There are two ways that e-readers handle PDF zooming: fixed zoom and reflow. Fixed zoom means that the entire page is resized; if you're trying to zoom in on an A4 PDF page on a 6-inch screen and the page doesn't fit the display, you have to scroll back and forth to read the lines, and down to get to the end of the page. It's the worst possible solution, and very annoying.
If you read a lot of PDFs, you should look at e-readers that use reflow. Instead of resizing the entire page, reflow resizes the text, meaning that you can read it just as you would a normal ebook file. The Sony Readers implement this feature particularly well, even managing to keep images in place.
Generally speaking, ebooks aren't sold exclusively as PDFs, so if you're just going to be reading books, this shouldn't be a problem for you. If, however, you want an e-reader for other purposes — reading reports, craft patterns or work or school documents — reflow is definitely something you should investigate.
For tablets and smartphones, of course, you can get apps that read PDFs in reflow.
Digital Rights Management (DRM) is an encryption applied to ebook files to limit access to it. It can place limits on the number of devices, the type of device or how many times you can download the ebook (better make a backup straight away, just in case it's only once). This is to protect the author's (and the publisher's) rights, to make sure that you don't go around handing out your ebooks willy-nilly, but it really can be a pain in the posterior for the end user.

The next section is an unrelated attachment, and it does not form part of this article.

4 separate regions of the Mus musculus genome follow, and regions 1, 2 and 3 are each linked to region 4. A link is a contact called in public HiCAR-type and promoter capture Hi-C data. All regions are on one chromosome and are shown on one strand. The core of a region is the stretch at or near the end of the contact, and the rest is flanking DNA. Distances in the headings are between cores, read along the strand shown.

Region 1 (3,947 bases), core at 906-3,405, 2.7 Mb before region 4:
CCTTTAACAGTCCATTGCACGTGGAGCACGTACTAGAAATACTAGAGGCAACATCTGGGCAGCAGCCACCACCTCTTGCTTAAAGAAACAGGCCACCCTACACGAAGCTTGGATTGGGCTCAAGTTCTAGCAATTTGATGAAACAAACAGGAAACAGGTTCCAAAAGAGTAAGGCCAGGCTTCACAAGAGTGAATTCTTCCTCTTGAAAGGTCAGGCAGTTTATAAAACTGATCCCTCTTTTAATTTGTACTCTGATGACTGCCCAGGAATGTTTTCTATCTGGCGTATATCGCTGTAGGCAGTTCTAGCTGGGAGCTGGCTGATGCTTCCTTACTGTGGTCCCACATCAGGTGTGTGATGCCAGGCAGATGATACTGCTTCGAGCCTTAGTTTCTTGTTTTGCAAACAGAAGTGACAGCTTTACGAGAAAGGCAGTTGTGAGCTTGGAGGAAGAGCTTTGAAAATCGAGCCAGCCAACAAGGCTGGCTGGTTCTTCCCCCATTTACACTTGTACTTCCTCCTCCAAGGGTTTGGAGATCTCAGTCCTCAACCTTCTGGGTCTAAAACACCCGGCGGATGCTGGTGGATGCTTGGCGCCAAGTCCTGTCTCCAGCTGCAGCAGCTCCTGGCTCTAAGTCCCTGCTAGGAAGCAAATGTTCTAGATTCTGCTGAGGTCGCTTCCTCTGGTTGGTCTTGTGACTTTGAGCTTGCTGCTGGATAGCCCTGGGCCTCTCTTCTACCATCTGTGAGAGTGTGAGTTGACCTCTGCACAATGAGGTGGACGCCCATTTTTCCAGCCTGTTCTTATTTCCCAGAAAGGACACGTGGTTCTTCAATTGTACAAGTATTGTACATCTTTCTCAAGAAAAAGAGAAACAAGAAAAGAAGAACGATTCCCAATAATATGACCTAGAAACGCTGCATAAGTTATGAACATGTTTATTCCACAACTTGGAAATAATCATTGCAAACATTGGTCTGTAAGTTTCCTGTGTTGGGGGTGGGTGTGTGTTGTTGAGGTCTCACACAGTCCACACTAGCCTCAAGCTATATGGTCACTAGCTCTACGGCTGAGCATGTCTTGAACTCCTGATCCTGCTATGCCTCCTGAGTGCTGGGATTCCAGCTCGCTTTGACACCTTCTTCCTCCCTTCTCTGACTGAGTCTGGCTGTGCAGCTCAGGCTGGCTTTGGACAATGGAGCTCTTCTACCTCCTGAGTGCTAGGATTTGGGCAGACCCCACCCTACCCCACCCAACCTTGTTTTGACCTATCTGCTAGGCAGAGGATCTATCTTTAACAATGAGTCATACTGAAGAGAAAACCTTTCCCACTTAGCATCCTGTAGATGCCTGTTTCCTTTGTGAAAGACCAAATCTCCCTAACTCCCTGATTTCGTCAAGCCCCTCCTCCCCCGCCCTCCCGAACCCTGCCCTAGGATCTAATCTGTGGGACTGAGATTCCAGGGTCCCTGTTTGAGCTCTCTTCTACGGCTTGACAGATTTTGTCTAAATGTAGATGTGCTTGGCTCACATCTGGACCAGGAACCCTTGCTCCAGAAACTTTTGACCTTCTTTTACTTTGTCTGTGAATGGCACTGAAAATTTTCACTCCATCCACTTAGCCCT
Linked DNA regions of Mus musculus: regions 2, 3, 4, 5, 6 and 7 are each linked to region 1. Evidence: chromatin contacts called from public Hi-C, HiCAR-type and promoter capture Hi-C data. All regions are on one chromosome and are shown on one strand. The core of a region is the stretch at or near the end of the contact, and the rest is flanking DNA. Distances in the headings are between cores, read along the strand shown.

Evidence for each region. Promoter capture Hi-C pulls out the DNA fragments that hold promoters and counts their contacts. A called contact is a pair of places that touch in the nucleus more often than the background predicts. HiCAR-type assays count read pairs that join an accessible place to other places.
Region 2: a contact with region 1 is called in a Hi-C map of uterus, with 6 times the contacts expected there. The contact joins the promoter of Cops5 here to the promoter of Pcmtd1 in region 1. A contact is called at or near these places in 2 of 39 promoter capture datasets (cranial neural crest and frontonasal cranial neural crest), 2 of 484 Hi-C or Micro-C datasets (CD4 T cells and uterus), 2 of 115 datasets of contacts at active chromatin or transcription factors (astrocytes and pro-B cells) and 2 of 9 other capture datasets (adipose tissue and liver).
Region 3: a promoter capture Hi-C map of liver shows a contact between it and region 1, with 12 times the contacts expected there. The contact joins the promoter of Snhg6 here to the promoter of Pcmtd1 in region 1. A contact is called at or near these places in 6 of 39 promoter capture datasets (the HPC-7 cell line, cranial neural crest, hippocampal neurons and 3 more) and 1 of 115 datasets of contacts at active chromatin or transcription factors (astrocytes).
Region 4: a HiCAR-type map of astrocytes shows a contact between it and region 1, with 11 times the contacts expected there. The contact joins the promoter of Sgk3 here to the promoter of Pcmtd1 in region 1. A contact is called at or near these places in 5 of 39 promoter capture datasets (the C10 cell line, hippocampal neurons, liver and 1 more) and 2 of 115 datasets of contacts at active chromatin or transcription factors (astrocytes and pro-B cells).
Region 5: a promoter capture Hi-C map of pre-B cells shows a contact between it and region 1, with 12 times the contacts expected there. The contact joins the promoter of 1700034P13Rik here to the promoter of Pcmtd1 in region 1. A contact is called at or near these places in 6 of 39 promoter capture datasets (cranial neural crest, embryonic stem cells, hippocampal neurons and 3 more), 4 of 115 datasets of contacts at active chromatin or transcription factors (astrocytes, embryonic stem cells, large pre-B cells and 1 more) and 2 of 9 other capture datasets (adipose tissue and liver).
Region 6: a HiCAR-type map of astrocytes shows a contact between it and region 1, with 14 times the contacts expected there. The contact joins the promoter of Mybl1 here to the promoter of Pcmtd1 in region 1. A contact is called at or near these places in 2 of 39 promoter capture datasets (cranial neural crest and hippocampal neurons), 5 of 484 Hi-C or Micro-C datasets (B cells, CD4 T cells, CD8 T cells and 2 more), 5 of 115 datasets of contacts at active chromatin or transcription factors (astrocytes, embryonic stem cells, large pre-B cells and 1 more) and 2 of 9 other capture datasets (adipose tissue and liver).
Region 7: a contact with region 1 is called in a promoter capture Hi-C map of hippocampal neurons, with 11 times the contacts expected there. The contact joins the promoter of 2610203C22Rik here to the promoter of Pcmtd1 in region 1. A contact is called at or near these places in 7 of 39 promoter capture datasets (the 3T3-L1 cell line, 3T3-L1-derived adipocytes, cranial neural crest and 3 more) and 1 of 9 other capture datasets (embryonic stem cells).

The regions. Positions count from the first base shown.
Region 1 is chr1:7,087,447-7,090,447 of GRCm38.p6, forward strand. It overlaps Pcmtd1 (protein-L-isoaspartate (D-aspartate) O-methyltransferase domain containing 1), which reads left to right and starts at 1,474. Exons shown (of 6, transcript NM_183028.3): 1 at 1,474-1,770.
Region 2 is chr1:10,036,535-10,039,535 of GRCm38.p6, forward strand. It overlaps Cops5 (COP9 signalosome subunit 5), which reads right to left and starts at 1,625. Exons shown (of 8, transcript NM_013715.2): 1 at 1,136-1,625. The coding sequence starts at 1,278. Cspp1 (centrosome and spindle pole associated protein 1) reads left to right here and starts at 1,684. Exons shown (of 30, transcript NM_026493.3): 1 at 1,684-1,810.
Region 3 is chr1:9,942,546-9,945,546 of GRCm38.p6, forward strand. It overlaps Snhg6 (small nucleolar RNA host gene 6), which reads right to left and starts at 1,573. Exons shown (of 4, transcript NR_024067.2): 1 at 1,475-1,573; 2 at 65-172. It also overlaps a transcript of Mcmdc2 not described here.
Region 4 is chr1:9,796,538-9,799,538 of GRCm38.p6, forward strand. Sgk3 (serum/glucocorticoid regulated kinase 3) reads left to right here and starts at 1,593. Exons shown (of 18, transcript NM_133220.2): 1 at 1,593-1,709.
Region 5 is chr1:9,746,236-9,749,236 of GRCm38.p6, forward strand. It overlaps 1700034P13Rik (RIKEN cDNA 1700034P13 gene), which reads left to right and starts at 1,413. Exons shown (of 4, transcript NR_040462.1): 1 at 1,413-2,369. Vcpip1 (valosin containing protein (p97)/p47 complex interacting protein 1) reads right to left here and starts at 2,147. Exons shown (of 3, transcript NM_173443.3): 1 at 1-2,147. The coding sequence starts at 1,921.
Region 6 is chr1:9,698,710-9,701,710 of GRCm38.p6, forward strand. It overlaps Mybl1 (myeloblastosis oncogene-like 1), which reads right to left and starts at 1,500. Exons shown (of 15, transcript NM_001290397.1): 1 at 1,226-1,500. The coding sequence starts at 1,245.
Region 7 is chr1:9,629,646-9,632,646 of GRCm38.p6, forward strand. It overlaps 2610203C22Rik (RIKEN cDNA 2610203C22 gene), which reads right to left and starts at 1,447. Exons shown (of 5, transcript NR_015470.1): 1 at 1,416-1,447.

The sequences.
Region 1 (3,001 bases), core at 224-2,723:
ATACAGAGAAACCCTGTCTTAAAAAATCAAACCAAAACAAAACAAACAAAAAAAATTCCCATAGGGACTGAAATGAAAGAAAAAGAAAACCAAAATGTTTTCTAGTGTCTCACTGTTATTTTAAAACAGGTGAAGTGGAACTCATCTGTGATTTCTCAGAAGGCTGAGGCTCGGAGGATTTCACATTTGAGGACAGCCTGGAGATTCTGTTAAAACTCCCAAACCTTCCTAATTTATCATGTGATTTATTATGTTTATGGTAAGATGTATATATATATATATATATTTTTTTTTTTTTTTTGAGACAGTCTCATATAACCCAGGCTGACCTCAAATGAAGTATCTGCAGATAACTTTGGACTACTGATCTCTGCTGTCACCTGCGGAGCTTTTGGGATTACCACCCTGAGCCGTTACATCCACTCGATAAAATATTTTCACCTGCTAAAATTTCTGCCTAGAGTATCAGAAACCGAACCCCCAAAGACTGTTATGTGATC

DRM isn't usually applied at the e-reader level — books are sold with DRM applied. Most ePub files are sold with Adobe's DRM, which means that you need to have Adobe Digital Editions to actually download your ebook, and you need to install it on your e-reader via Adobe Digital Editions as well. It's free, but it is an additional fiddly step. Adobe Digital Editions allows six registered devices; to get rid of one of the old ones to make room for a new one, you need to hold down Ctrl, Shift and D to open the deactivation dialog box. It's easy to follow the prompts from there.
Amazon sells its proprietary AZW file format exclusively through Amazon, and AZW files can only be read on the Kindle or via Kindle apps on smartphones, so you're already locked in to using an Amazon product if you buy ebooks from Amazon. Amazon also limits the number of devices that you can have registered to an account to six. If you want to add another device after you have used up your six allotments, you need to remove content from and deregister an older device.
If you want to buy ebooks from major publishing houses, you are going to encounter some form of DRM, so you had better get used to it. There are ways to avoid DRM:
Buy from independent publishers that reject DRM
Only download free public domain titles
Obtain ebooks through illegal downloads.
It's not exactly ideal, but that's how matters stand. You can find out what booksellers sell which file formats here.
If you're the kind of person who loves to scribble notes in your books, or needs to mark sections for study and so on, some e-readers do allow annotations.